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Hoskins’ animal-cruelty convictions affirmed

Beth Lynne Hoskins’ convictions on 52 misdemeanor counts of animal cruelty will stand.

The Aurora horse farm owner lost her appeal of the convictions this week as Erie County Judge Michael F. Pietruszka affirmed Aurora Town Justice Douglas W. Marky’s guilty verdicts on the 52 counts after a 14-month nonjury trial that ended in 2013.

Marky sentenced Hoskins to three years’ probation, but she violated the probation and was sentenced by Marky in December to three months in jail. She started serving her sentence Dec. 12 and was released in early February after getting time off for good behavior.

In affirming the 52 guilty verdicts more than five years after the SPCA raided Hoskins’ horse farm, Pietruszka rejected defense attorney Thomas J. Eoannou’s contention that they were inconsistent with the not-guilty verdicts on the other 22 counts.

“In the case at bar, each count involved a different horse, and it is obvious that the trial court (Marky) reviewed the elements of each of the crimes charged,” Pietruszka said.

“And a finding of ‘not guilty’ with regard to one count does not affect the analysis of the counts upon which the trial court convicted the appellant (Hoskins). It is reasonable for the trial court to determine that one horse was neglected while finding other horses were properly cared for.”

Pietruszka also rejected the defense contention that the guilty verdicts were not supported by legally sufficient evidence.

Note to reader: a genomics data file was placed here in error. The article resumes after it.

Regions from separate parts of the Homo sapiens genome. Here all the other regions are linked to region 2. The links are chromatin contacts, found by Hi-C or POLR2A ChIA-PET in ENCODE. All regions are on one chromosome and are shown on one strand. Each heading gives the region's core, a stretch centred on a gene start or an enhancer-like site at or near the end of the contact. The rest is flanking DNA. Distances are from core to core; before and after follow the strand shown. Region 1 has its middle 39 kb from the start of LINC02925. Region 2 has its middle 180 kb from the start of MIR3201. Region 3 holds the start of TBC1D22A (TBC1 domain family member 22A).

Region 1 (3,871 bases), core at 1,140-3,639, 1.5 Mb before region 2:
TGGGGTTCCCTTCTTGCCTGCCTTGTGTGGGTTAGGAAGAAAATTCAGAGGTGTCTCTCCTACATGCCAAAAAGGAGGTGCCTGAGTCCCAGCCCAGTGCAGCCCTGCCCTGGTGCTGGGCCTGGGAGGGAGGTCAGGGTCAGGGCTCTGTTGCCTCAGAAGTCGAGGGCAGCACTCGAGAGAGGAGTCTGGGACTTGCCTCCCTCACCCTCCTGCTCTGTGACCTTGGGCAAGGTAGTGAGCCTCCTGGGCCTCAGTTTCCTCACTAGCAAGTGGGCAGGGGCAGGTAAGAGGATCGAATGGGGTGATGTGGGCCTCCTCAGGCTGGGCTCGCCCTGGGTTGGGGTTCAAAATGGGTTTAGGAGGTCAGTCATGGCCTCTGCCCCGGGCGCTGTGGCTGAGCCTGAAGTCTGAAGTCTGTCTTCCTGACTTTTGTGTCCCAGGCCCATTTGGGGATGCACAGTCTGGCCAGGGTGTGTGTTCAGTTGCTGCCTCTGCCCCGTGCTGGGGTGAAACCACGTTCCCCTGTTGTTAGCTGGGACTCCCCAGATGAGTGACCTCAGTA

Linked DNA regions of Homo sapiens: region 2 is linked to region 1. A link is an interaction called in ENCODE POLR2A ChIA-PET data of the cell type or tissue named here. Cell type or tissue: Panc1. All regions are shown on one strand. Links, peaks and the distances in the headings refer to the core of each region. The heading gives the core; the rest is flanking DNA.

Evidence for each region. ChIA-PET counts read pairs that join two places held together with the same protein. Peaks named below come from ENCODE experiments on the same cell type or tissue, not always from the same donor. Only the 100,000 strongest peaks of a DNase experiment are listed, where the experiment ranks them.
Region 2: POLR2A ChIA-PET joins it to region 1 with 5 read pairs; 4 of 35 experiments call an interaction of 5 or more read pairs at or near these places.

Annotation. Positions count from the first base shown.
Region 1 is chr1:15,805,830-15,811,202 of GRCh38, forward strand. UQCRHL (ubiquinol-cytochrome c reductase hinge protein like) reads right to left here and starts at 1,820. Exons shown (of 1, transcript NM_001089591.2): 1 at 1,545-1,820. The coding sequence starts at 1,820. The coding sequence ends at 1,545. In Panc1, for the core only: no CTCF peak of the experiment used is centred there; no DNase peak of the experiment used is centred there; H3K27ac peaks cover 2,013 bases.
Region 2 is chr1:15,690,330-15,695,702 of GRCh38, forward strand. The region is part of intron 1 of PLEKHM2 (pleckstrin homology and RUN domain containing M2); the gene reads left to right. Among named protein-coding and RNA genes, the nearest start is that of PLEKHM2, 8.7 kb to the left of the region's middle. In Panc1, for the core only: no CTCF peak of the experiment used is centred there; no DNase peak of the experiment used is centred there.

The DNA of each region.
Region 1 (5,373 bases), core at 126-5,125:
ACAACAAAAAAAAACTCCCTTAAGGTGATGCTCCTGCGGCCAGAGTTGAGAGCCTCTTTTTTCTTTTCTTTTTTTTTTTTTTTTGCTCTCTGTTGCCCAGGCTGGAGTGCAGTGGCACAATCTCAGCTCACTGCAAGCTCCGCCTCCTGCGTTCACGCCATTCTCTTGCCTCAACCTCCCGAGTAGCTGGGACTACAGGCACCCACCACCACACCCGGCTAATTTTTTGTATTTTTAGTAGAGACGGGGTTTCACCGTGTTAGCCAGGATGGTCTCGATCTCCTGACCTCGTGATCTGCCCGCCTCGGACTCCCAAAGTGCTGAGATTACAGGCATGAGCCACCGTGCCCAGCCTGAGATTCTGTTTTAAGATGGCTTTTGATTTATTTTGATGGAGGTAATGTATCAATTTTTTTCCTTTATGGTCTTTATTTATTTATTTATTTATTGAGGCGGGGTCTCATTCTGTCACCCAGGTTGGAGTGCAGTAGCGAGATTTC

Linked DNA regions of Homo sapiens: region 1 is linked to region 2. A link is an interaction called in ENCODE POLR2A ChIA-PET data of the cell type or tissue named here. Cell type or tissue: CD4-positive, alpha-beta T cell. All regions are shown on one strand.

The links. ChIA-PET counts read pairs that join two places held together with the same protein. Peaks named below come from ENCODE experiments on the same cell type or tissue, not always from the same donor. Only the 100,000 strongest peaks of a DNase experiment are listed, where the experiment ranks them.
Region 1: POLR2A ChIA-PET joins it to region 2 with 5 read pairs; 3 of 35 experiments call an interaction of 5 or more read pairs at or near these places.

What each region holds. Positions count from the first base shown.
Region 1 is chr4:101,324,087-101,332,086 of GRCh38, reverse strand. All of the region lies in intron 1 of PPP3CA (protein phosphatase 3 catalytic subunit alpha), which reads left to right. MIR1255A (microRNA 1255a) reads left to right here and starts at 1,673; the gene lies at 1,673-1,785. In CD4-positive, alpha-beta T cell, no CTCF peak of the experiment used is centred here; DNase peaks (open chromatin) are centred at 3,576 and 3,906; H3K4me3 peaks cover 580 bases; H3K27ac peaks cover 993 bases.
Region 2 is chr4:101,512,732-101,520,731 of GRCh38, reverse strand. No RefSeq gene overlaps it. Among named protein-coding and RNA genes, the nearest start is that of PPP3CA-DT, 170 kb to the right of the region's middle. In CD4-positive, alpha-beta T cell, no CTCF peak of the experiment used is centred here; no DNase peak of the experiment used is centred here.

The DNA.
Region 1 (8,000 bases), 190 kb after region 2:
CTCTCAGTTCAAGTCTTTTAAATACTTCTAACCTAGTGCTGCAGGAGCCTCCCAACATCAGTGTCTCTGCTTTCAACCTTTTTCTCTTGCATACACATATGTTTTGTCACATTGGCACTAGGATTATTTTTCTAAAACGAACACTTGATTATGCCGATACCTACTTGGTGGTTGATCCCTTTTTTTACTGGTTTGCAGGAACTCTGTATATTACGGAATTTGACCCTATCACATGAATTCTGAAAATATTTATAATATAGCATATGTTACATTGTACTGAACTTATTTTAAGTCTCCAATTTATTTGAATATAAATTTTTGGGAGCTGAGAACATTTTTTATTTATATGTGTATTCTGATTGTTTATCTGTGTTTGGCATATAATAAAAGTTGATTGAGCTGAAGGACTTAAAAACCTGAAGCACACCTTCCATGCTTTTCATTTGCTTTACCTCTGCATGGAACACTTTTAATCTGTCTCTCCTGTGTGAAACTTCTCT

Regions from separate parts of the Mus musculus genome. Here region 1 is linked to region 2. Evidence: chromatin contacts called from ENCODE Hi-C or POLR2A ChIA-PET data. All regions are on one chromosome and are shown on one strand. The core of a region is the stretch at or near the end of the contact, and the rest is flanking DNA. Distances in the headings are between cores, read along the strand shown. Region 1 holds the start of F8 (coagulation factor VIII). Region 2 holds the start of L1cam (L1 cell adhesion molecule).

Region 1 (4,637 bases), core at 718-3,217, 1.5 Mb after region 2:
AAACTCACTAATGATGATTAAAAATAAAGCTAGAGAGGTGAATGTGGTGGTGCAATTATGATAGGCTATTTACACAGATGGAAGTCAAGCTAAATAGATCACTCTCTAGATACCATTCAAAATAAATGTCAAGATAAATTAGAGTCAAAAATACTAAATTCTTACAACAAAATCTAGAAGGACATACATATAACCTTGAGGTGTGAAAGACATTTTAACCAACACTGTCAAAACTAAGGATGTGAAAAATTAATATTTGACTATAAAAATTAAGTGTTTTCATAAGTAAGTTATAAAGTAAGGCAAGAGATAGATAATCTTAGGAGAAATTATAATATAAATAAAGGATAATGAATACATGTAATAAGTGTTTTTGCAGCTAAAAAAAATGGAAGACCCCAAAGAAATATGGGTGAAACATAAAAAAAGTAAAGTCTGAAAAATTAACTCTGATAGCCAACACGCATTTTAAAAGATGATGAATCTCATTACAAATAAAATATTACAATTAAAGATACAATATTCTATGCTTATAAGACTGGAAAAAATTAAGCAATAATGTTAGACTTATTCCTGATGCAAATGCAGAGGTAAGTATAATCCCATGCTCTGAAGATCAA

He said prosecutors “introduced ample evidence” of Hoskins’ guilt on each of the 52 counts.

Based on the evidence, he said, “a rational finder of fact could determine that the appellant failed to provide food, drink or sustenance to the horses identified in those counts or that the appellant’s neglect unjustifiably caused” those horses pain.

Pietruszka also rejected the defense contention that the prosecution’s repeated violations of pretrial disclosure requirements violated Hoskins’ rights to due process and a fair trial, requiring reversal of the verdicts.

The judge said the prosecution provided Hoskins’ attorney with more than 18,000 documents “during the course of the extended proceeding.”

When it became apparent that “a small number of documents” were not turned over in a timely fashion, he said, those documents were given to the defense before the end of the trial.

He noted that Marky gave the defense the opportunity to review the documents and recall witnesses, but the defense opted not to recall any witnesses.

He found that Marky’s actions on this issue “were thoughtful, proper, reasonable and not an abuse of discretion.”

“The Constitution of the State of New York guarantees the accused a fair trial, not a perfect one,” he said. “This court find that the appellant was given a fair trial.”